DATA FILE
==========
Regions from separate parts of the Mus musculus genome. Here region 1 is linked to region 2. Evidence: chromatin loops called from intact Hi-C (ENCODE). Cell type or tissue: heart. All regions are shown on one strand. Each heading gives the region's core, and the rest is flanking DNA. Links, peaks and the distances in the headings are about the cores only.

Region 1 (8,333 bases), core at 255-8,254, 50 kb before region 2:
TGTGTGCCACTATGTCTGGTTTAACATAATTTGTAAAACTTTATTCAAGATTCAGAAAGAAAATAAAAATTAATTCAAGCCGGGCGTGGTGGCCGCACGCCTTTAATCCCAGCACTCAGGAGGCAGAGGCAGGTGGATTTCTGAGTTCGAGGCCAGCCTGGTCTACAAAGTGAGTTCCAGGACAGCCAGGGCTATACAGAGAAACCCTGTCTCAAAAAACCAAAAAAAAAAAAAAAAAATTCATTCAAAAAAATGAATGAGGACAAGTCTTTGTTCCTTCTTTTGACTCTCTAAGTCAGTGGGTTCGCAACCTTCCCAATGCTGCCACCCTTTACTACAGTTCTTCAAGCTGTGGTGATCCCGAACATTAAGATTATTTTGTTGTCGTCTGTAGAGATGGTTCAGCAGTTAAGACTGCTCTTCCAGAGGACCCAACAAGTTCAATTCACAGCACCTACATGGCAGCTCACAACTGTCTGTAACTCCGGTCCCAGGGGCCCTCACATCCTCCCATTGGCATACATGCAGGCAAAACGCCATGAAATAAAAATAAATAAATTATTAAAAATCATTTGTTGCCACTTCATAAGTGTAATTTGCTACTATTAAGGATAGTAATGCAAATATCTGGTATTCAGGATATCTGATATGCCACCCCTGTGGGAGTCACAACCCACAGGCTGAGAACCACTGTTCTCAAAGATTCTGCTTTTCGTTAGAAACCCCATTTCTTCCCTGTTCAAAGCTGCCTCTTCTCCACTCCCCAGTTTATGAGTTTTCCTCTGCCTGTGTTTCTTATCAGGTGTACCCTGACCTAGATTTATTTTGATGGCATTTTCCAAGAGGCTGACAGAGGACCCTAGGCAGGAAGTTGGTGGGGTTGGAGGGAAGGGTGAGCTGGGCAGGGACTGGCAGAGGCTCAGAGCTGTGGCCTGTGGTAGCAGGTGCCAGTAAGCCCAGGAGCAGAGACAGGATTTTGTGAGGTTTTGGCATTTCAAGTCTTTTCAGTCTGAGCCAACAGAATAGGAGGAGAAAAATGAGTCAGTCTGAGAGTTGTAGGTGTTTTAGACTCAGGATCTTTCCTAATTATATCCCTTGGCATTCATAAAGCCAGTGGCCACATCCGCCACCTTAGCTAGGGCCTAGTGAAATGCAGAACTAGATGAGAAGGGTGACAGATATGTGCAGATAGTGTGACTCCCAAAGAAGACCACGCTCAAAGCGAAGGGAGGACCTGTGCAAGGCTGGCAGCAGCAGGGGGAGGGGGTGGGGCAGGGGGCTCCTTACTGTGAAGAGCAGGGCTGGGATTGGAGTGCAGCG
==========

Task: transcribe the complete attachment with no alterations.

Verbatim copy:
Regions from separate parts of the Mus musculus genome. Here region 1 is linked to region 2. Evidence: chromatin loops called from intact Hi-C (ENCODE). Cell type or tissue: heart. All regions are shown on one strand. Each heading gives the region's core, and the rest is flanking DNA. Links, peaks and the distances in the headings are about the cores only.

Region 1 (8,333 bases), core at 255-8,254, 50 kb before region 2:
TGTGTGCCACTATGTCTGGTTTAACATAATTTGTAAAACTTTATTCAAGATTCAGAAAGAAAATAAAAATTAATTCAAGCCGGGCGTGGTGGCCGCACGCCTTTAATCCCAGCACTCAGGAGGCAGAGGCAGGTGGATTTCTGAGTTCGAGGCCAGCCTGGTCTACAAAGTGAGTTCCAGGACAGCCAGGGCTATACAGAGAAACCCTGTCTCAAAAAACCAAAAAAAAAAAAAAAAAATTCATTCAAAAAAATGAATGAGGACAAGTCTTTGTTCCTTCTTTTGACTCTCTAAGTCAGTGGGTTCGCAACCTTCCCAATGCTGCCACCCTTTACTACAGTTCTTCAAGCTGTGGTGATCCCGAACATTAAGATTATTTTGTTGTCGTCTGTAGAGATGGTTCAGCAGTTAAGACTGCTCTTCCAGAGGACCCAACAAGTTCAATTCACAGCACCTACATGGCAGCTCACAACTGTCTGTAACTCCGGTCCCAGGGGCCCTCACATCCTCCCATTGGCATACATGCAGGCAAAACGCCATGAAATAAAAATAAATAAATTATTAAAAATCATTTGTTGCCACTTCATAAGTGTAATTTGCTACTATTAAGGATAGTAATGCAAATATCTGGTATTCAGGATATCTGATATGCCACCCCTGTGGGAGTCACAACCCACAGGCTGAGAACCACTGTTCTCAAAGATTCTGCTTTTCGTTAGAAACCCCATTTCTTCCCTGTTCAAAGCTGCCTCTTCTCCACTCCCCAGTTTATGAGTTTTCCTCTGCCTGTGTTTCTTATCAGGTGTACCCTGACCTAGATTTATTTTGATGGCATTTTCCAAGAGGCTGACAGAGGACCCTAGGCAGGAAGTTGGTGGGGTTGGAGGGAAGGGTGAGCTGGGCAGGGACTGGCAGAGGCTCAGAGCTGTGGCCTGTGGTAGCAGGTGCCAGTAAGCCCAGGAGCAGAGACAGGATTTTGTGAGGTTTTGGCATTTCAAGTCTTTTCAGTCTGAGCCAACAGAATAGGAGGAGAAAAATGAGTCAGTCTGAGAGTTGTAGGTGTTTTAGACTCAGGATCTTTCCTAATTATATCCCTTGGCATTCATAAAGCCAGTGGCCACATCCGCCACCTTAGCTAGGGCCTAGTGAAATGCAGAACTAGATGAGAAGGGTGACAGATATGTGCAGATAGTGTGACTCCCAAAGAAGACCACGCTCAAAGCGAAGGGAGGACCTGTGCAAGGCTGGCAGCAGCAGGGGGAGGGGGTGGGGCAGGGGGCTCCTTACTGTGAAGAGCAGGGCTGGGATTGGAGTGCAGCG